# Question of the Week 10: Solving Quadratic Equations

I have found the topic of solving quadratic equations to be a bit of a funny one with students. In my experience, students are not too bad when presented with a quadratic expression and told to factorise it. However, when they are given a factorisable (pretty sure that's a word, if not it should be) quadratic as part of an equation, even when it is already nicely equal to zero, it can go horribly wrong, with mathematical laws broken left, right and centre.

The question above is designed to dig a bit deeper into the minds of students. Here is my thinking behind the choice of answers:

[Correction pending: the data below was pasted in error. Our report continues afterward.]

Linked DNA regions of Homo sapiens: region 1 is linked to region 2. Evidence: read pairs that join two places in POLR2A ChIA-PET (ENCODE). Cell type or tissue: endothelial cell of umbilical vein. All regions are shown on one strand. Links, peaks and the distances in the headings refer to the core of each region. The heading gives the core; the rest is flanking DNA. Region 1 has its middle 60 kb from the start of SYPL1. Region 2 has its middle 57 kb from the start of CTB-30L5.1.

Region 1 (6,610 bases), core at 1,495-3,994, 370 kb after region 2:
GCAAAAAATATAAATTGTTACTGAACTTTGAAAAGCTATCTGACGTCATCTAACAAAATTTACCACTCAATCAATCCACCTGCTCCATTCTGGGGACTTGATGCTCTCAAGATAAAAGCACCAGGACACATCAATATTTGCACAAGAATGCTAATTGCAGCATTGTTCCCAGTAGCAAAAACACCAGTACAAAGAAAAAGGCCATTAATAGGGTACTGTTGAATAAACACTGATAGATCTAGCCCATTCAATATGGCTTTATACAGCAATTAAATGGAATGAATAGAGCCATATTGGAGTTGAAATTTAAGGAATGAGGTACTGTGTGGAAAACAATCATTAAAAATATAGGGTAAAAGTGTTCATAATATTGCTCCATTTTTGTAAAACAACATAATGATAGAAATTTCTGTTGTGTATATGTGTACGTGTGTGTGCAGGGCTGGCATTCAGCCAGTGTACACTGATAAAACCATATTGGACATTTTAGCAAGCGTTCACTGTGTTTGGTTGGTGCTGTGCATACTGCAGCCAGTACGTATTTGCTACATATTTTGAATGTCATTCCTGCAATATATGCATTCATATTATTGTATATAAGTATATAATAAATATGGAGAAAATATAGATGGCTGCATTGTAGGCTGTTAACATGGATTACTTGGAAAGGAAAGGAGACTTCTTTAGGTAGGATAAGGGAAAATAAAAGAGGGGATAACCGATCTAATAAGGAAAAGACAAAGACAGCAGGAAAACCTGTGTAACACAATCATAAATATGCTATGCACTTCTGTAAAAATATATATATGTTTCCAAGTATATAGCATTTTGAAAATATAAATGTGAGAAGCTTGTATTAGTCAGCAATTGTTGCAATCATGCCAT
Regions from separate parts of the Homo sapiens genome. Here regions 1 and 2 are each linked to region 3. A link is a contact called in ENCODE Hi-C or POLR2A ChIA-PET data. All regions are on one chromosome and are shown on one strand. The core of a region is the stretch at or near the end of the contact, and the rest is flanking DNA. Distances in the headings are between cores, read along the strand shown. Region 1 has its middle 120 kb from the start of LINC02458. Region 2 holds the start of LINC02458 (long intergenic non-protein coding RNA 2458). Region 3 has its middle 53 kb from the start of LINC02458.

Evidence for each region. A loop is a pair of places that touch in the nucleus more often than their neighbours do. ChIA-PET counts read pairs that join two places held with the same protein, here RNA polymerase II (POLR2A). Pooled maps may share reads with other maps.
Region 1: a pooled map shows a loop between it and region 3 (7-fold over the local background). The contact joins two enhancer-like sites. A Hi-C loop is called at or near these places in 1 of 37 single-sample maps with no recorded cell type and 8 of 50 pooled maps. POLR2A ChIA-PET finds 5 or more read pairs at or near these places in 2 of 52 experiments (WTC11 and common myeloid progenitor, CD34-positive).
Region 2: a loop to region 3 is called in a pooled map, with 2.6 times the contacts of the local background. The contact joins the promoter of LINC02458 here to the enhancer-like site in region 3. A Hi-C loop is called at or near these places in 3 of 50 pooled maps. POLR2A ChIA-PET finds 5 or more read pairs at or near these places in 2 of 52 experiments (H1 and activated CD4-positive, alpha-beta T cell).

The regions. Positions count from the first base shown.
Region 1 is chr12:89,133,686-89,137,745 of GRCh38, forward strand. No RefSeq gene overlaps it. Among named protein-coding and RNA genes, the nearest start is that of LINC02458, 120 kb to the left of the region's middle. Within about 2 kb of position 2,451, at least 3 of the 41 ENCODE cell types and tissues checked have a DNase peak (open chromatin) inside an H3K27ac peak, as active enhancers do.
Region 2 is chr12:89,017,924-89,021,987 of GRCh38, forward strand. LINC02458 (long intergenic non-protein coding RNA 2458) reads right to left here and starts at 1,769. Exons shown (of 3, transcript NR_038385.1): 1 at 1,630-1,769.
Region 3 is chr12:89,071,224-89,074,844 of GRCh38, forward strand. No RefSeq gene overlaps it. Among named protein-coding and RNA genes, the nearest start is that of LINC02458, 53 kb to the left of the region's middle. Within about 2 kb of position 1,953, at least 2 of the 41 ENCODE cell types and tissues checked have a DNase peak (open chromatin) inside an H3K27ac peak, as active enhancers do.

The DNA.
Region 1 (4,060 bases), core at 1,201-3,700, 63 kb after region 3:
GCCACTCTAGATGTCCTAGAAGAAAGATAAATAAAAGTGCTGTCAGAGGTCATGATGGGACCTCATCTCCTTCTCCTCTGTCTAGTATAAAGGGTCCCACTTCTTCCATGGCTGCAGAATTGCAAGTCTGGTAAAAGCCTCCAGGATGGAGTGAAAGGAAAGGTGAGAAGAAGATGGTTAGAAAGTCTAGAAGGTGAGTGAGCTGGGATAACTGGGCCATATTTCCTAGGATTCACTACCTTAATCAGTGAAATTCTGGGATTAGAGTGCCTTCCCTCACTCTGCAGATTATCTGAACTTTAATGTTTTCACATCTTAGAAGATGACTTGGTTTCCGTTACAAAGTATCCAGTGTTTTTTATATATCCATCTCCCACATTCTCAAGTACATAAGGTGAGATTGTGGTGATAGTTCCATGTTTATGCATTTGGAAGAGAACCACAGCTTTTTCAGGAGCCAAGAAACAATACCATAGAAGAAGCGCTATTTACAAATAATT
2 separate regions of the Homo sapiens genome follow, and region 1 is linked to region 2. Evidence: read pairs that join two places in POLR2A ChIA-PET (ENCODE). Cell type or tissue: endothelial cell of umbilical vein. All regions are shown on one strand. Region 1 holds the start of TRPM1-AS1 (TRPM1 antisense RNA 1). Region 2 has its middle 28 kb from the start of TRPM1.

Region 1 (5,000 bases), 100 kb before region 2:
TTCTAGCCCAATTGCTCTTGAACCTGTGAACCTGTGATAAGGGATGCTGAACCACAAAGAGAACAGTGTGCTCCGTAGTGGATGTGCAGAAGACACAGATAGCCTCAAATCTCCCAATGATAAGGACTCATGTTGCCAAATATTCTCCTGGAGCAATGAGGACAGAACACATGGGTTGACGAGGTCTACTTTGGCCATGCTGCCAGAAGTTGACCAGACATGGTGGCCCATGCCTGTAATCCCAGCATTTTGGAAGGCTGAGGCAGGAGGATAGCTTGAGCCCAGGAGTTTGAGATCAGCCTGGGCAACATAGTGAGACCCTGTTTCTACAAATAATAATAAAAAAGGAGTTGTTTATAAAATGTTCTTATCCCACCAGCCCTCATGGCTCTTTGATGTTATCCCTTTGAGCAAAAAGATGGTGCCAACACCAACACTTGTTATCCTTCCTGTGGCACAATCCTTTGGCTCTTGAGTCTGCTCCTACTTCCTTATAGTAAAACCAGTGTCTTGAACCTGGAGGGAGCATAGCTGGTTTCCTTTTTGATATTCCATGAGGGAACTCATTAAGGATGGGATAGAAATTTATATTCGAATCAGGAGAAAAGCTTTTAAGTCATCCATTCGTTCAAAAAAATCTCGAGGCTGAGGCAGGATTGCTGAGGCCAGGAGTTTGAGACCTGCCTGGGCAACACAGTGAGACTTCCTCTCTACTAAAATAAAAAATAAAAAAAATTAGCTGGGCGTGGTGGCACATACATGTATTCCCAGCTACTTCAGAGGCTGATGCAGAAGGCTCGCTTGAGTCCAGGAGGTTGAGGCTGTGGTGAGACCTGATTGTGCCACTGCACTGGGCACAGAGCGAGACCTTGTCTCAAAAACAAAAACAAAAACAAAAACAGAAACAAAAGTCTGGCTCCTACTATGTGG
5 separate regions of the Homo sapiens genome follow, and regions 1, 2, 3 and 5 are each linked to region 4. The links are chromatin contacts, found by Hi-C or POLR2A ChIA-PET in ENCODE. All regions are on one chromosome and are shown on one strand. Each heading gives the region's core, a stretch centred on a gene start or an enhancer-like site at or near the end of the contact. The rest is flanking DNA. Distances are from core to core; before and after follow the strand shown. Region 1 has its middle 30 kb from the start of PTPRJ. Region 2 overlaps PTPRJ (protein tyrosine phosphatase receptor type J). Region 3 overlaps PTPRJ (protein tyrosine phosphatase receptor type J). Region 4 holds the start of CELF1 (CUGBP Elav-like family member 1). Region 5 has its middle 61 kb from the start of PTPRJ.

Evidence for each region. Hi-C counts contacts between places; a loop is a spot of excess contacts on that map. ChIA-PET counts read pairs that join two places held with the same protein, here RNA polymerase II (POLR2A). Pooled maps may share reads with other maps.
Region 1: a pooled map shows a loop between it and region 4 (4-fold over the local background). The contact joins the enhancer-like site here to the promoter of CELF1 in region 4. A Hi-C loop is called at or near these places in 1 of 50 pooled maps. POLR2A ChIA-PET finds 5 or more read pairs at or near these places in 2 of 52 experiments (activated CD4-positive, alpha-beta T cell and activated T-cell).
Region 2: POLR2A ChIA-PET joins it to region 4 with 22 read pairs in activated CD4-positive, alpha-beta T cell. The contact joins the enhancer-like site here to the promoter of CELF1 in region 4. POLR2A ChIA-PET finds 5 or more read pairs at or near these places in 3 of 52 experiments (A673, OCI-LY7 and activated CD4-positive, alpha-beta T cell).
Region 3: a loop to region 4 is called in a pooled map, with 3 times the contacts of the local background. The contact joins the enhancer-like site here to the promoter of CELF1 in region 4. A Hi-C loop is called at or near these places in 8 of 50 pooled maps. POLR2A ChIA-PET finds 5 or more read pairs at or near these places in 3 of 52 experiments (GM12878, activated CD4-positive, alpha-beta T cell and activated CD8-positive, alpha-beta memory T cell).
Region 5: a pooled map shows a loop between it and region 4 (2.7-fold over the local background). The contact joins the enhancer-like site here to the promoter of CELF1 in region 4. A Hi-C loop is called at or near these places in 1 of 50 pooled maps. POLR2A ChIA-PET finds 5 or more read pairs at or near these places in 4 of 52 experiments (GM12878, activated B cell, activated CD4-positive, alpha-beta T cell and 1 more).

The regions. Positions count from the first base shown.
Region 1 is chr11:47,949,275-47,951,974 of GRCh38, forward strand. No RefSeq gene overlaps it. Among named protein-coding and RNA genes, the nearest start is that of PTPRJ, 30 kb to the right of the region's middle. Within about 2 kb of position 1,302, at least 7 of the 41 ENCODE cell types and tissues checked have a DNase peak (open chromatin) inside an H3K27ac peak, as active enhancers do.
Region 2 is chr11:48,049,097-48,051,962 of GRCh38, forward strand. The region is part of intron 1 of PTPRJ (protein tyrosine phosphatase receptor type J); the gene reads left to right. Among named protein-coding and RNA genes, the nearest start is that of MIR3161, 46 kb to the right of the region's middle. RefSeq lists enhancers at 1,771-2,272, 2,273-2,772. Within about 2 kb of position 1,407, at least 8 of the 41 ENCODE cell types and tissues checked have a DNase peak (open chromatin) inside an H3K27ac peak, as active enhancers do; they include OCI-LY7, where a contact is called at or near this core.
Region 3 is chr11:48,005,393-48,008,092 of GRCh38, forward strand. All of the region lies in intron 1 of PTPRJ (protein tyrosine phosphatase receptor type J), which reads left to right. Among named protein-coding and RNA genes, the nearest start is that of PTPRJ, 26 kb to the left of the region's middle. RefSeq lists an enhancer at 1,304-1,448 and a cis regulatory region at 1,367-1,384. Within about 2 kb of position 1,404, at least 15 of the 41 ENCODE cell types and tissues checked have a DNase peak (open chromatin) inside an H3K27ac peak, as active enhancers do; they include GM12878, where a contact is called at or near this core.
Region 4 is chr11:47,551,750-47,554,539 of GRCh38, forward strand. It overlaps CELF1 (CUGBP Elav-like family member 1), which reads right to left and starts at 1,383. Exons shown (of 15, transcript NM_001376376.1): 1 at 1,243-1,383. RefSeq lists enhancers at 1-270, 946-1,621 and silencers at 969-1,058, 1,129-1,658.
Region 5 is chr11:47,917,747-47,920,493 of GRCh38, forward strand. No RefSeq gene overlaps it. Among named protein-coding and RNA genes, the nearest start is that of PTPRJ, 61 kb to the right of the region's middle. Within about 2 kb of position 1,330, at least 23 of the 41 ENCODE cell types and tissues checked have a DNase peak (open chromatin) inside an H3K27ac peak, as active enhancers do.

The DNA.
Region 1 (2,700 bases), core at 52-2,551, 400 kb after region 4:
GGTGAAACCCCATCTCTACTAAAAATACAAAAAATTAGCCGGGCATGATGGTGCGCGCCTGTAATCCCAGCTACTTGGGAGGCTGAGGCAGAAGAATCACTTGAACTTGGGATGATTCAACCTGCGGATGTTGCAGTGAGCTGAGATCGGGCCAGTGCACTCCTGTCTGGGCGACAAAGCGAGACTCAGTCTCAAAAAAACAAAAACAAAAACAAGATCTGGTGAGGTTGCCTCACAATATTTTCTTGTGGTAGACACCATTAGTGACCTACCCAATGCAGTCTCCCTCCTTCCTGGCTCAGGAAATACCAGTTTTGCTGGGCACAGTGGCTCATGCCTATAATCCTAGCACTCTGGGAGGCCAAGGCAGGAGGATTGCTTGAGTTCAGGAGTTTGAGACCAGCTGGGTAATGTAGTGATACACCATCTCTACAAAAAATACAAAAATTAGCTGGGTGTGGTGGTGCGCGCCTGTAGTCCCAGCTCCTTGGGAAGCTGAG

Students go into "solving equations mode" and try to get the x on its own on the left-hand side. Mathematically, of course, there is nothing wrong with this, and students should be encouraged to continue to see where it gets them.

Although this answer looks a bit weird, it is quite a common one in my experience, and it often occurs after students have dabbled fruitlessly with the situation left by starting with option A for a while. They may divide though by x correctly at first, but not liking the look of the nasty fraction, conveniently decide to forget to divide the 40 by x to leave a lovely looking linear equation.